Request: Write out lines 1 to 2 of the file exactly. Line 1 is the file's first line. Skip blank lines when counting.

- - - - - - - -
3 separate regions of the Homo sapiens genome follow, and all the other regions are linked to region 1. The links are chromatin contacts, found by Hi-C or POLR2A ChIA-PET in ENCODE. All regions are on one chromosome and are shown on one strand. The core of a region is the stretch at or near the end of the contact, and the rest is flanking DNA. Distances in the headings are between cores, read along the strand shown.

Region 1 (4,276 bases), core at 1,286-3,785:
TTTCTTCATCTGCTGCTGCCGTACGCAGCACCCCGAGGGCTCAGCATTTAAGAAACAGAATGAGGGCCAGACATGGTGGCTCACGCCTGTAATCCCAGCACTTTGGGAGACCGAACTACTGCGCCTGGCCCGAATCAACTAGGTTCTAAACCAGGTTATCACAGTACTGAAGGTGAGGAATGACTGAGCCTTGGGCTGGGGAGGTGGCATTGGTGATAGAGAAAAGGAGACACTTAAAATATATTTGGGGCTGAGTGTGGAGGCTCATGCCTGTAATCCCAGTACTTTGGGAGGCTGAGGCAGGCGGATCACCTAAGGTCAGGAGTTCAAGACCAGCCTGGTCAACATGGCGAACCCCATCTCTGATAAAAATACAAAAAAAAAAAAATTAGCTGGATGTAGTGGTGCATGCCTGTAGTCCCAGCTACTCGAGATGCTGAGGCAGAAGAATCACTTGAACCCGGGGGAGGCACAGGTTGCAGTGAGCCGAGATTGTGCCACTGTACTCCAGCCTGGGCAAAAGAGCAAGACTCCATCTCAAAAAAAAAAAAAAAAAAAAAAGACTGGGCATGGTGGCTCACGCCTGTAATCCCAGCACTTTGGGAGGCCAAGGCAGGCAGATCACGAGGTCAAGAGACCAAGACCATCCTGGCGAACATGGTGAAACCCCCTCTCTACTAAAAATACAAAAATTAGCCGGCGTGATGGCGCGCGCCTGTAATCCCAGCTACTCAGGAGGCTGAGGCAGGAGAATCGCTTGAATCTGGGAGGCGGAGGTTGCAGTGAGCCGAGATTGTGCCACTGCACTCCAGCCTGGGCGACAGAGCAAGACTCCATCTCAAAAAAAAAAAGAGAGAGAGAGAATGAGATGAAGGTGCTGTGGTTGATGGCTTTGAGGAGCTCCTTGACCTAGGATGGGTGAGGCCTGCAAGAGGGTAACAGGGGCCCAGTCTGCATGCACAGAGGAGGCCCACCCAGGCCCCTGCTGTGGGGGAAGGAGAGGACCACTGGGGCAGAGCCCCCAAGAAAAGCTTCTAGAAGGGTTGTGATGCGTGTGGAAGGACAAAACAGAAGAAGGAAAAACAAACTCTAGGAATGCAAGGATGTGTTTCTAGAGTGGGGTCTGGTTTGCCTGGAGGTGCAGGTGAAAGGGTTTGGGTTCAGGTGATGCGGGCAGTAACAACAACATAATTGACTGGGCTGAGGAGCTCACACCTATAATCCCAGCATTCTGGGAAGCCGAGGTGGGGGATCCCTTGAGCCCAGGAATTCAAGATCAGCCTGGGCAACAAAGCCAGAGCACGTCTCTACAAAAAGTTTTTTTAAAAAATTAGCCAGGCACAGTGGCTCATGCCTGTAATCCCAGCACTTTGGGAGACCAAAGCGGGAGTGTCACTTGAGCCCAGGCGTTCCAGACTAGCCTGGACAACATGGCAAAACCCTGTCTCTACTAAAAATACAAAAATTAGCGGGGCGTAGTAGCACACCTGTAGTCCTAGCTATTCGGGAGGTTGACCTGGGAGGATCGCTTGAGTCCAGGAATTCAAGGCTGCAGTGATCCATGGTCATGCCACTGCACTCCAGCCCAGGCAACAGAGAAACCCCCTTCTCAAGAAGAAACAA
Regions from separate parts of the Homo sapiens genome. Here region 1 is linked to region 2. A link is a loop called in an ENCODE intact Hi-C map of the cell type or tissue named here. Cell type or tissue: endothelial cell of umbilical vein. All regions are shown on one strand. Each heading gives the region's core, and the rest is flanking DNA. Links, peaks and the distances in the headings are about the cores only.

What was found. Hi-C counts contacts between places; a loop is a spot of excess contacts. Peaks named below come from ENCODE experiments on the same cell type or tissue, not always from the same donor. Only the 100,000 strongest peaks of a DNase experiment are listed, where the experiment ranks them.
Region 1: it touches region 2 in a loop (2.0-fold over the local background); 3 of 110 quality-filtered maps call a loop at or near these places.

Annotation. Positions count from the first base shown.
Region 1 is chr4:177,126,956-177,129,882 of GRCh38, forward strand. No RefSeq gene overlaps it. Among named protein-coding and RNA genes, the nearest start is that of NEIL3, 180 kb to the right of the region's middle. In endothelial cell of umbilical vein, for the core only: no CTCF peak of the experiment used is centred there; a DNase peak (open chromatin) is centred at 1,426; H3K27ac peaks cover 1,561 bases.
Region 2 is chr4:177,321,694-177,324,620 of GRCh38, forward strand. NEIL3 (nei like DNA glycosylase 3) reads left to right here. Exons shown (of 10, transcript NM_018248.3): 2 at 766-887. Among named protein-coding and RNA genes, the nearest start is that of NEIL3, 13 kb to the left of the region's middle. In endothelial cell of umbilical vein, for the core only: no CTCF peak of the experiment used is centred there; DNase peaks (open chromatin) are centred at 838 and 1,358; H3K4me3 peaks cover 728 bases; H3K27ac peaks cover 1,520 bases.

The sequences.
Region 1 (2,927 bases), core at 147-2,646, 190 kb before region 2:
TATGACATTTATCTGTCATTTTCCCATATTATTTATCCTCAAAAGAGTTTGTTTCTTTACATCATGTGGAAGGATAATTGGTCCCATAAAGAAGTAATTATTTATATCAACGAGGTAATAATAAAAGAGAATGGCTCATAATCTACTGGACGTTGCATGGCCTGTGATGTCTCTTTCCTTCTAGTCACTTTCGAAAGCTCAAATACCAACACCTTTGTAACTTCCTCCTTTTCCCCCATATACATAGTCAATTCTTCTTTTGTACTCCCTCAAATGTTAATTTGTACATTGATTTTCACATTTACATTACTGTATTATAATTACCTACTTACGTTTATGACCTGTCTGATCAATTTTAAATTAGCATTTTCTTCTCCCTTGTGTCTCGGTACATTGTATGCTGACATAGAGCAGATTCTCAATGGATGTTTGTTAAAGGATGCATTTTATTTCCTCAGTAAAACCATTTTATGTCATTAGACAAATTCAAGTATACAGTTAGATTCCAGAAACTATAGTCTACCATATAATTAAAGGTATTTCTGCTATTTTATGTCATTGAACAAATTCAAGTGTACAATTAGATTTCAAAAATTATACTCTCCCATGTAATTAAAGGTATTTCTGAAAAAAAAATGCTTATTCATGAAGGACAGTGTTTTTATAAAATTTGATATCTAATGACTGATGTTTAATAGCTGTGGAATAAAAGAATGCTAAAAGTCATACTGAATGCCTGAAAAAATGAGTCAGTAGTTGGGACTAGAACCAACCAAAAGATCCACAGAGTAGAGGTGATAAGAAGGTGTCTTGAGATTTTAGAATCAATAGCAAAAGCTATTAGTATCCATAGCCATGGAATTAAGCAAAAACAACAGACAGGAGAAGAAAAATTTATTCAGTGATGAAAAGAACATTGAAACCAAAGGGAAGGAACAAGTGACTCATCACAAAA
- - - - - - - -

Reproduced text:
3 separate regions of the Homo sapiens genome follow, and all the other regions are linked to region 1. The links are chromatin contacts, found by Hi-C or POLR2A ChIA-PET in ENCODE. All regions are on one chromosome and are shown on one strand. The core of a region is the stretch at or near the end of the contact, and the rest is flanking DNA. Distances in the headings are between cores, read along the strand shown.

Region 1 (4,276 bases), core at 1,286-3,785: